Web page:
July 21, 2021 report
Extracts from artemisia annua plant found to be active against SARS-CoV-2 virus under laboratory conditions
A team of researchers affiliated with institutions in Denmark, Germany and Hong Kong has found that several extracts from the artemisia annua plant are active against the SARS-CoV-2 virus under laboratory conditions. In their paper published in the journal Scientific Reports, the group describes three extracts of the artemisia annua plant they tested and how they fared in combating the SARS-CoV-2 virus in human lung tissue. While the main focus of the pandemic has in recent months become the vaccines that are effective for prevention of COVID-19, work continues on treatments for those unvaccinated people who become infected with the SARS-CoV-2 virus.
Artemisia annua is a wormwood and is found in parts of Asia and North America. It is known commonly by a variety of names, such as sweet wormwood or sweet Annie. Its extracts are used as malaria treatments, and the most common treatment types are artemisinin-based. Derivatives of artemisinin include artesunate and artemether, both of which are used to treat malaria patients and come with a proven safety record. In this new study, the researchers sought to determine whether artemisinin or its derivatives might be effective for treatment of COVID-19 patients. To find out, they infected human tissue with the SARS-CoV-2 virus in petri dishes and then added artemisinin or its derivatives.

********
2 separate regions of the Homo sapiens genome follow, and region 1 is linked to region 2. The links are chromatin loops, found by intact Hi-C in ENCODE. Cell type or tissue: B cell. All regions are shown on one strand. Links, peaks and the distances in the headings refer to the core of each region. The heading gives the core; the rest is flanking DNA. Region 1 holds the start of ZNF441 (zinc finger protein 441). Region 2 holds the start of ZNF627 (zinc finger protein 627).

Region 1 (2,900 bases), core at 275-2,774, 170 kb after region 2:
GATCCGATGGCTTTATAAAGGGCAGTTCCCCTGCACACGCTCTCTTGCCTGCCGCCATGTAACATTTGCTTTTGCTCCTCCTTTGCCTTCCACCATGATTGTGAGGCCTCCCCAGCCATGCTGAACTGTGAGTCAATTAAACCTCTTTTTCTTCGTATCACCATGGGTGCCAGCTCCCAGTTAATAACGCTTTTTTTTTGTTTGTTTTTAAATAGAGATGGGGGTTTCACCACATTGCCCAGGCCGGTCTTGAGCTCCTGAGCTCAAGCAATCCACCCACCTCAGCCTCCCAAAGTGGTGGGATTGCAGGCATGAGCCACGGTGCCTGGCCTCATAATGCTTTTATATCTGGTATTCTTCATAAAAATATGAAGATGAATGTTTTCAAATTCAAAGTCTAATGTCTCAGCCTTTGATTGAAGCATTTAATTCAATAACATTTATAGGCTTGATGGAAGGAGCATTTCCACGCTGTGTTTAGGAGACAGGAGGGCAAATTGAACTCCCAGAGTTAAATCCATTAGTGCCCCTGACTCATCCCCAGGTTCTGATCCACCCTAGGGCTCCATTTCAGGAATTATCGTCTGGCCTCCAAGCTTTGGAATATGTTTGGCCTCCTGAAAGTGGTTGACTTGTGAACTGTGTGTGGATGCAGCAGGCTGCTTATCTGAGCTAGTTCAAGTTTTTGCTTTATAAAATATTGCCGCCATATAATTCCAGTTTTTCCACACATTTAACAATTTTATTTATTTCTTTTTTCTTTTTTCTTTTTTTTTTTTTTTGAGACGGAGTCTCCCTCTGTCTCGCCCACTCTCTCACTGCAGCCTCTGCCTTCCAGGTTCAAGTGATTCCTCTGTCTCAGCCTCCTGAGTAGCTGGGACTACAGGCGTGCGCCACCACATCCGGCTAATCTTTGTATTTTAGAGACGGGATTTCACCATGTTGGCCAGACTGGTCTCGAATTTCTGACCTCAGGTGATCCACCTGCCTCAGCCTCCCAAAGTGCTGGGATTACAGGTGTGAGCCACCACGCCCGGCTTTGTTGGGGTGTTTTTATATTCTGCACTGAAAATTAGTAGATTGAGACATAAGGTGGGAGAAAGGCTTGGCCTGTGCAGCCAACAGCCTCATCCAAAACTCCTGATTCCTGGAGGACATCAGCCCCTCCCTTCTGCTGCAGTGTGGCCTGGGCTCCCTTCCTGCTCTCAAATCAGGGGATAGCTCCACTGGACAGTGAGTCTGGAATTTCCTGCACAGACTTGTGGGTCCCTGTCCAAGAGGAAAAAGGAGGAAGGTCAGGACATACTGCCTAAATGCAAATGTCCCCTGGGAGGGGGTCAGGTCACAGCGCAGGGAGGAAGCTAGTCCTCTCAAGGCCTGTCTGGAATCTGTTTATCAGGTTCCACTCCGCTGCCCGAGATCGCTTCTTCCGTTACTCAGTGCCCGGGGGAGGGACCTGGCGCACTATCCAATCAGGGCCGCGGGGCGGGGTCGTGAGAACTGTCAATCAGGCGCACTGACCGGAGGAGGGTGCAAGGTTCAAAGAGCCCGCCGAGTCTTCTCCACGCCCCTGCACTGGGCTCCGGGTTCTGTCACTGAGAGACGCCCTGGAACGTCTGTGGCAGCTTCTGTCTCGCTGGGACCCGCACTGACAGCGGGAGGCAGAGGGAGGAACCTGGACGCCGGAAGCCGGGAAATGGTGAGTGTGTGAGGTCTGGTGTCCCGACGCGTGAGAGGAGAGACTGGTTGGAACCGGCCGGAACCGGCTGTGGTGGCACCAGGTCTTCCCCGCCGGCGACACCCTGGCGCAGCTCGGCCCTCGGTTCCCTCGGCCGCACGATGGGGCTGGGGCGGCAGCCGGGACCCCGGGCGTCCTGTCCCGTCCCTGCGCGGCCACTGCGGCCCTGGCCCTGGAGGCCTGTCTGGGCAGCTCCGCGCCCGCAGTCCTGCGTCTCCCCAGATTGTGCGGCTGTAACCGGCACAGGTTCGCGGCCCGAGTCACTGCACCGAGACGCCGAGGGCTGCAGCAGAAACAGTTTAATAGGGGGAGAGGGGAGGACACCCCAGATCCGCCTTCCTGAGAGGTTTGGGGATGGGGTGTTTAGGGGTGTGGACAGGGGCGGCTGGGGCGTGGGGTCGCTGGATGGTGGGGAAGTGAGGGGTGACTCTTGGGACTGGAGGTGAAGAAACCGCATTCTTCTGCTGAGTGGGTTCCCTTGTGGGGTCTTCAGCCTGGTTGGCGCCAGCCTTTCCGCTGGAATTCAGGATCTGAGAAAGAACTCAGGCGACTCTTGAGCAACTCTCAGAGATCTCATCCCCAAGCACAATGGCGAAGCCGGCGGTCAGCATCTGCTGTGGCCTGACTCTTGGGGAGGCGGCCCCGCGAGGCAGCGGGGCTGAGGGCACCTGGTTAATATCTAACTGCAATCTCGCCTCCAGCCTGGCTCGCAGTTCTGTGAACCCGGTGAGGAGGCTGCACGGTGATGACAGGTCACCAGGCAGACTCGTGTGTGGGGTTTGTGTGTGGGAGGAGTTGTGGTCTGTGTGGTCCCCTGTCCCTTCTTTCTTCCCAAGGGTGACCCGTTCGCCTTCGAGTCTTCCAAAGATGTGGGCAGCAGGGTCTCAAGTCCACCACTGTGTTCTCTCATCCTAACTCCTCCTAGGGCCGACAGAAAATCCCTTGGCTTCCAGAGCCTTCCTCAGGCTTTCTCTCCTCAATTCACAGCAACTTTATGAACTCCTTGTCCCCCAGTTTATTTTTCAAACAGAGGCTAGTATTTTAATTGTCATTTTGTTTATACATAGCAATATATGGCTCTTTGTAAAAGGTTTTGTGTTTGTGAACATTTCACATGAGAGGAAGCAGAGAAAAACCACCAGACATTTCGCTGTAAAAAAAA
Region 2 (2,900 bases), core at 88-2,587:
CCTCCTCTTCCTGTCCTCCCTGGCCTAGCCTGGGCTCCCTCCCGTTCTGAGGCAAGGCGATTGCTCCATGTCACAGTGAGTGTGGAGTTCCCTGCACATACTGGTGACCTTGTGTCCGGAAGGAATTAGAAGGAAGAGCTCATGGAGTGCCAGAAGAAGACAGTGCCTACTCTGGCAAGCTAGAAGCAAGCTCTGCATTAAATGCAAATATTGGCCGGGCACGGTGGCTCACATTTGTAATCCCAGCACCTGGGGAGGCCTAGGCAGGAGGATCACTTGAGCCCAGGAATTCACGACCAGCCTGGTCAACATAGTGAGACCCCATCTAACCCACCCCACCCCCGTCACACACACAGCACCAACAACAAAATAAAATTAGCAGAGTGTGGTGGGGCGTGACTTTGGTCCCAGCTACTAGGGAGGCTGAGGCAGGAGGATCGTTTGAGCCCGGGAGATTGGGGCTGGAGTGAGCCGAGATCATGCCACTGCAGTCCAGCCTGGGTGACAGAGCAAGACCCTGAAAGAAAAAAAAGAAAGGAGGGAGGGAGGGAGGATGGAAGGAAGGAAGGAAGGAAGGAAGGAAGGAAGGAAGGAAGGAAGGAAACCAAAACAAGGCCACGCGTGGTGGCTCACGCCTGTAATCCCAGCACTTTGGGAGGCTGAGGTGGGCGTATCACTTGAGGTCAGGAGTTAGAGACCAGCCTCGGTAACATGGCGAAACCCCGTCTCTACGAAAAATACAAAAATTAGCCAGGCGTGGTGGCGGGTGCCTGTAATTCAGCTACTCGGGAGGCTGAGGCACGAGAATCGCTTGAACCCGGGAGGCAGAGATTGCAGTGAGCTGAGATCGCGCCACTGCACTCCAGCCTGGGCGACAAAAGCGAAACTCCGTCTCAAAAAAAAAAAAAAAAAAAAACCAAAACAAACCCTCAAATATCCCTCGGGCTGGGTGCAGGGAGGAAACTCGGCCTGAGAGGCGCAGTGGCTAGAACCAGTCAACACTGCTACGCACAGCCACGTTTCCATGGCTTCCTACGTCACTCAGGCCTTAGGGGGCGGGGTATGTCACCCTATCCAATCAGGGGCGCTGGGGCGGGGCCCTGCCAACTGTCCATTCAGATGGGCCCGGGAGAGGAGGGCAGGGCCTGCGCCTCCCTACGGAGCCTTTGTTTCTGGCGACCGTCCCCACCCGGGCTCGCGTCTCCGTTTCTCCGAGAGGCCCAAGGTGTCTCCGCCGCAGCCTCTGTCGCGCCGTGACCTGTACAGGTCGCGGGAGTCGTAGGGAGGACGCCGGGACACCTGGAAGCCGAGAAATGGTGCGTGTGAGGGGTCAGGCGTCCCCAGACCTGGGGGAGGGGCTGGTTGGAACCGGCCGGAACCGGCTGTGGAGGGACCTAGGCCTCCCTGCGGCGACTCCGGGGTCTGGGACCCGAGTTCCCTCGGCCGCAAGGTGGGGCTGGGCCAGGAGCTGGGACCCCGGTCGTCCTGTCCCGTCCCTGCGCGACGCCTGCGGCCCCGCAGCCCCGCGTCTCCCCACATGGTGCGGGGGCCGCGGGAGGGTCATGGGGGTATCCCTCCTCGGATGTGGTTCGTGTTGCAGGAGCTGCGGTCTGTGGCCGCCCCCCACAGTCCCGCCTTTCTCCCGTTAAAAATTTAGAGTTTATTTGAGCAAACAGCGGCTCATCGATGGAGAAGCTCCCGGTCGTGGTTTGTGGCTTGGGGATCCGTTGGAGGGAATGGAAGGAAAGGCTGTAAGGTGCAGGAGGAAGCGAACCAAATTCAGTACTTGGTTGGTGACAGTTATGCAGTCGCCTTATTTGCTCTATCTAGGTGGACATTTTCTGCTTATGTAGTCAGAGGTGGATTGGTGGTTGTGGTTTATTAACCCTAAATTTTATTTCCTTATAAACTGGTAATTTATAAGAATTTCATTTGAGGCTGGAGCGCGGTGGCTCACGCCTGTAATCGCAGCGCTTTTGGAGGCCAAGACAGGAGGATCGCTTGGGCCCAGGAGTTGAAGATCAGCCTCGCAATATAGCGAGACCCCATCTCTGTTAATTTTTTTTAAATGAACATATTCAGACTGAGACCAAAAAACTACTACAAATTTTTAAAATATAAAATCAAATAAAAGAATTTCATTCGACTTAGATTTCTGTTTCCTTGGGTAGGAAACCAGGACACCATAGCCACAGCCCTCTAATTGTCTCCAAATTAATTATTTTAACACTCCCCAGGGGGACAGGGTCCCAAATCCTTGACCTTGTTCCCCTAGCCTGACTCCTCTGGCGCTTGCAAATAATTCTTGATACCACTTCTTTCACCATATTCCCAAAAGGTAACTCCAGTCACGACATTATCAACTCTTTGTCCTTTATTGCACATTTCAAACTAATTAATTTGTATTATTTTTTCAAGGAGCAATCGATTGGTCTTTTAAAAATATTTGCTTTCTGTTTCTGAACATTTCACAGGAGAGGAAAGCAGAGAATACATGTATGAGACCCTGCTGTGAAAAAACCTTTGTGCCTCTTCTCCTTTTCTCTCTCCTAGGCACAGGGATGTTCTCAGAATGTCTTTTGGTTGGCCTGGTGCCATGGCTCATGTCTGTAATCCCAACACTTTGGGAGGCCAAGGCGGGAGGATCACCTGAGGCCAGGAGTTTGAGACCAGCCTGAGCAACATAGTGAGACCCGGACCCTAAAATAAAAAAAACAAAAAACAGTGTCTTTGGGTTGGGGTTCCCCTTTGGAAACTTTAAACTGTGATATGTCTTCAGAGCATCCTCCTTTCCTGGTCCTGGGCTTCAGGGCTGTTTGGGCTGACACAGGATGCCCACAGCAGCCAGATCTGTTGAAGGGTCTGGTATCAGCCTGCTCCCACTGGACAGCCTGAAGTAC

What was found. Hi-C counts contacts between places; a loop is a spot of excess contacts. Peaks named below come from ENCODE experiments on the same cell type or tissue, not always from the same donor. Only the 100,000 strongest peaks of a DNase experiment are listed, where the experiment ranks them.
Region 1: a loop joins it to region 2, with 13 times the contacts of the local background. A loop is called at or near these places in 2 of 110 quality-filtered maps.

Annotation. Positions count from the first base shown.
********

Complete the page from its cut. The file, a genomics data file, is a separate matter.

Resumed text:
More specifically, the researchers first tested the extract and its derivatives on African green monkey kidney cells and found it to be effective against a strain of the SARS-CoV-2 virus variant that emerged in Germany recently. They then tested the extract and its derivatives against a Danish variant, also using kidney cells from the same type of monkey. Once again finding success, they then tested the extract and its derivatives with the Danish variant in human lung cells and found all three of the test therapies to be active against the virus, inhibiting infection. More specifically, they found artesunate to be the most effective, followed by artemether and then artemisinin. The team plans to follow up their efforts by conducting clinical trials.
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